Interpretation depends on the specific clinical indication and context.

Low serum levels of beta2 microglobulin essentially indicate decreased disease activity in conditions for which beta2 microglobulin is used as a
prognostic marker (multiple myeloma, lymphoma, leukemia) or the absence of such a disease process. However, low beta2 microglobulin levels are
never used to rule out a particular disease (eg, lymphoma) in the absence of other more definitive tests.

Increased serum beta2 microglobulin levels reflect increased activity of the disease process in question and can be an exquisitely sensitive
marker for this purpose in many hematologic disorders. The absolute value is less important than the historical values, except in certain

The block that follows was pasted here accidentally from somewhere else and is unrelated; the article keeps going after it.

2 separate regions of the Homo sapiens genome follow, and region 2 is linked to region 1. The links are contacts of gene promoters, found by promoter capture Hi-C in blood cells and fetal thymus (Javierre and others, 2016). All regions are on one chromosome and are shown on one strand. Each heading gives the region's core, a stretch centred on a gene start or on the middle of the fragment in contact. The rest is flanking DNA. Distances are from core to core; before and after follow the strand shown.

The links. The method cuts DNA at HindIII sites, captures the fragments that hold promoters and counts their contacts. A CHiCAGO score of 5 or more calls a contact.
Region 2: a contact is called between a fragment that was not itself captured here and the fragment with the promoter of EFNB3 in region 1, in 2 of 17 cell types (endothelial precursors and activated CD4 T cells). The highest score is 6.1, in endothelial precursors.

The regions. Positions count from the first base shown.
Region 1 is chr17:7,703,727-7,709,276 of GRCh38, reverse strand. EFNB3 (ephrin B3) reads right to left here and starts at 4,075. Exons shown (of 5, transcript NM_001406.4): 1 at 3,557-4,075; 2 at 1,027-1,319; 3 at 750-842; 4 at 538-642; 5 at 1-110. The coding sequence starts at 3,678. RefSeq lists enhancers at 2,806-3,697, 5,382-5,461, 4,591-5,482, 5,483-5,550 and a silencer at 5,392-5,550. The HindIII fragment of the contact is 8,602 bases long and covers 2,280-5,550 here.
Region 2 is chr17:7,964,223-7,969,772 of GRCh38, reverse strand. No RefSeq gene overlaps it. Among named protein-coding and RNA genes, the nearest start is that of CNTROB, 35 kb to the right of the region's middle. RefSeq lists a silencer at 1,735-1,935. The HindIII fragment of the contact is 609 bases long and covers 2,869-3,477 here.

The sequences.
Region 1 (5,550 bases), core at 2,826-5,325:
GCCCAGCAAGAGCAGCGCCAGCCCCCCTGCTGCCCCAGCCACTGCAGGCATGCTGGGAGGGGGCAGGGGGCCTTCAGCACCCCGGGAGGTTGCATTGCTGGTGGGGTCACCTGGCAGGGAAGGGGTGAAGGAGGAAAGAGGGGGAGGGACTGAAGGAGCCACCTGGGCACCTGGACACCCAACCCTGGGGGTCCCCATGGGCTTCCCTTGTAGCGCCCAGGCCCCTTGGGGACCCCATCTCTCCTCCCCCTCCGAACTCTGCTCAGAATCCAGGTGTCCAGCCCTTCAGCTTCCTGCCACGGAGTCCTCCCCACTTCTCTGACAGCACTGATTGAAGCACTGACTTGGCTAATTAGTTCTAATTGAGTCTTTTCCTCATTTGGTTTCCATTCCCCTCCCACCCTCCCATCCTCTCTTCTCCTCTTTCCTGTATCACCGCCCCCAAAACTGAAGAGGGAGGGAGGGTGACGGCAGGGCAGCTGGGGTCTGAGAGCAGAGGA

situations such as multiple myeloma, in which a value of less than 4 µg/mL was found to correlate with increased survival.

Increased urine beta2 microglobulin levels reflect tubular disorders of the kidney. In such cases, serum beta2 microglobulin levels are usually
normal, since the dysfunction is in tubular reabsorption.

Increased CSF beta2 microglobulin levels are seen in certain conditions such as multiple sclerosis, AIDS dementia complex, and meningeal spread
of hematologic tumors.